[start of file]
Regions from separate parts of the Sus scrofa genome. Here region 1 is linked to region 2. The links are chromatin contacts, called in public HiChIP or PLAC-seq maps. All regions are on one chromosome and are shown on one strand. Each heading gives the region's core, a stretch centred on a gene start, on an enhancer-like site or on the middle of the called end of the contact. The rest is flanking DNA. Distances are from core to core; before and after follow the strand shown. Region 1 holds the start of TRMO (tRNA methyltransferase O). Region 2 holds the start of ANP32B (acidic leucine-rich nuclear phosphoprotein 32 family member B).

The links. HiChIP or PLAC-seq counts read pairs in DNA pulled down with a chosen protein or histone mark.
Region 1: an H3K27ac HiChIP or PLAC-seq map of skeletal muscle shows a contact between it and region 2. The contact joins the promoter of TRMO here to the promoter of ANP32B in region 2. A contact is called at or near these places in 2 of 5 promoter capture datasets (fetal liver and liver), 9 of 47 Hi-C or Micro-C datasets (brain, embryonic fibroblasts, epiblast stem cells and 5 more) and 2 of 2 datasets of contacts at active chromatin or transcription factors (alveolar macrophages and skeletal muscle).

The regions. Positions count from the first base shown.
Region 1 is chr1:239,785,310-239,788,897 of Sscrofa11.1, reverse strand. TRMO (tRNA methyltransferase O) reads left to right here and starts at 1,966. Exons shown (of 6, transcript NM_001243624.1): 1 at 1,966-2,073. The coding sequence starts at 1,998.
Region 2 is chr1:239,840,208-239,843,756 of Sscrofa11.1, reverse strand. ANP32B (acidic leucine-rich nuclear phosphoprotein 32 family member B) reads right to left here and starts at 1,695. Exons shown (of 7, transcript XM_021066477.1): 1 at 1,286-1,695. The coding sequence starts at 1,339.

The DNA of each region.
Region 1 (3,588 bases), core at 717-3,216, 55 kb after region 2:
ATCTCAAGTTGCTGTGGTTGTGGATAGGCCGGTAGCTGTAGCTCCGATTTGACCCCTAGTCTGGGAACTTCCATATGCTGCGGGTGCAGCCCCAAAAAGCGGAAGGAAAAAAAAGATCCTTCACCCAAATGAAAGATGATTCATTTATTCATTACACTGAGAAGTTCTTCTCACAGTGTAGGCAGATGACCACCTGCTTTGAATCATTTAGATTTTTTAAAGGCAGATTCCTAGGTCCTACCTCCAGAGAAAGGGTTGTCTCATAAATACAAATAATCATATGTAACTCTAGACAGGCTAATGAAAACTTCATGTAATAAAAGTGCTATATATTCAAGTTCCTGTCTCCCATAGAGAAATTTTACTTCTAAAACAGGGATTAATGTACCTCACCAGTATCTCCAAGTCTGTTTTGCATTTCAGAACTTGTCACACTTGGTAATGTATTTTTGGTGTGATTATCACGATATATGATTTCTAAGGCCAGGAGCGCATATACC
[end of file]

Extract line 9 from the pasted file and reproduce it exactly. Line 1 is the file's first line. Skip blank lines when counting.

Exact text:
ATCTCAAGTTGCTGTGGTTGTGGATAGGCCGGTAGCTGTAGCTCCGATTTGACCCCTAGTCTGGGAACTTCCATATGCTGCGGGTGCAGCCCCAAAAAGCGGAAGGAAAAAAAAGATCCTTCACCCAAATGAAAGATGATTCATTTATTCATTACACTGAGAAGTTCTTCTCACAGTGTAGGCAGATGACCACCTGCTTTGAATCATTTAGATTTTTTAAAGGCAGATTCCTAGGTCCTACCTCCAGAGAAAGGGTTGTCTCATAAATACAAATAATCATATGTAACTCTAGACAGGCTAATGAAAACTTCATGTAATAAAAGTGCTATATATTCAAGTTCCTGTCTCCCATAGAGAAATTTTACTTCTAAAACAGGGATTAATGTACCTCACCAGTATCTCCAAGTCTGTTTTGCATTTCAGAACTTGTCACACTTGGTAATGTATTTTTGGTGTGATTATCACGATATATGATTTCTAAGGCCAGGAGCGCATATACC